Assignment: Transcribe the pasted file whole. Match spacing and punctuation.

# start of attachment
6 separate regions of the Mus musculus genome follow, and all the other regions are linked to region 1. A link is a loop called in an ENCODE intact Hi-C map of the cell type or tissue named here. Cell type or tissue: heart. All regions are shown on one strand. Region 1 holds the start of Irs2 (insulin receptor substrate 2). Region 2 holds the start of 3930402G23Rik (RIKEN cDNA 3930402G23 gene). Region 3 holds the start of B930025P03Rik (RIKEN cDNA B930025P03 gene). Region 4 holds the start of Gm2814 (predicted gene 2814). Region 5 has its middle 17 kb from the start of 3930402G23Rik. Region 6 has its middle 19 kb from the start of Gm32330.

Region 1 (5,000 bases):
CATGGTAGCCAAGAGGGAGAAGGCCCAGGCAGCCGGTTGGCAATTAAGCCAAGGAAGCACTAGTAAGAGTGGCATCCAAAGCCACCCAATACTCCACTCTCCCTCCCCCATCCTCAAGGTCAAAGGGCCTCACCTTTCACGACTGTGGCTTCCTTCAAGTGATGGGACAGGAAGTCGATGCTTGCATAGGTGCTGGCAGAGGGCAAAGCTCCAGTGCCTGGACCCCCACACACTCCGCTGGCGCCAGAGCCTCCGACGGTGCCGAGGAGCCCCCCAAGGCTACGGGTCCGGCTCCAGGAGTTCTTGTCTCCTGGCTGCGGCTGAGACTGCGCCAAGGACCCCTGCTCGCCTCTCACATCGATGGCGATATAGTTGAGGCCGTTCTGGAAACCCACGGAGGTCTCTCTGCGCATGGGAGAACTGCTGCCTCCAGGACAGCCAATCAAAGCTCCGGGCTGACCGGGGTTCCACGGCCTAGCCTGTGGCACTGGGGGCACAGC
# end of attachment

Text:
6 separate regions of the Mus musculus genome follow, and all the other regions are linked to region 1. A link is a loop called in an ENCODE intact Hi-C map of the cell type or tissue named here. Cell type or tissue: heart. All regions are shown on one strand. Region 1 holds the start of Irs2 (insulin receptor substrate 2). Region 2 holds the start of 3930402G23Rik (RIKEN cDNA 3930402G23 gene). Region 3 holds the start of B930025P03Rik (RIKEN cDNA B930025P03 gene). Region 4 holds the start of Gm2814 (predicted gene 2814). Region 5 has its middle 17 kb from the start of 3930402G23Rik. Region 6 has its middle 19 kb from the start of Gm32330.

Region 1 (5,000 bases):
CATGGTAGCCAAGAGGGAGAAGGCCCAGGCAGCCGGTTGGCAATTAAGCCAAGGAAGCACTAGTAAGAGTGGCATCCAAAGCCACCCAATACTCCACTCTCCCTCCCCCATCCTCAAGGTCAAAGGGCCTCACCTTTCACGACTGTGGCTTCCTTCAAGTGATGGGACAGGAAGTCGATGCTTGCATAGGTGCTGGCAGAGGGCAAAGCTCCAGTGCCTGGACCCCCACACACTCCGCTGGCGCCAGAGCCTCCGACGGTGCCGAGGAGCCCCCCAAGGCTACGGGTCCGGCTCCAGGAGTTCTTGTCTCCTGGCTGCGGCTGAGACTGCGCCAAGGACCCCTGCTCGCCTCTCACATCGATGGCGATATAGTTGAGGCCGTTCTGGAAACCCACGGAGGTCTCTCTGCGCATGGGAGAACTGCTGCCTCCAGGACAGCCAATCAAAGCTCCGGGCTGACCGGGGTTCCACGGCCTAGCCTGTGGCACTGGGGGCACAGC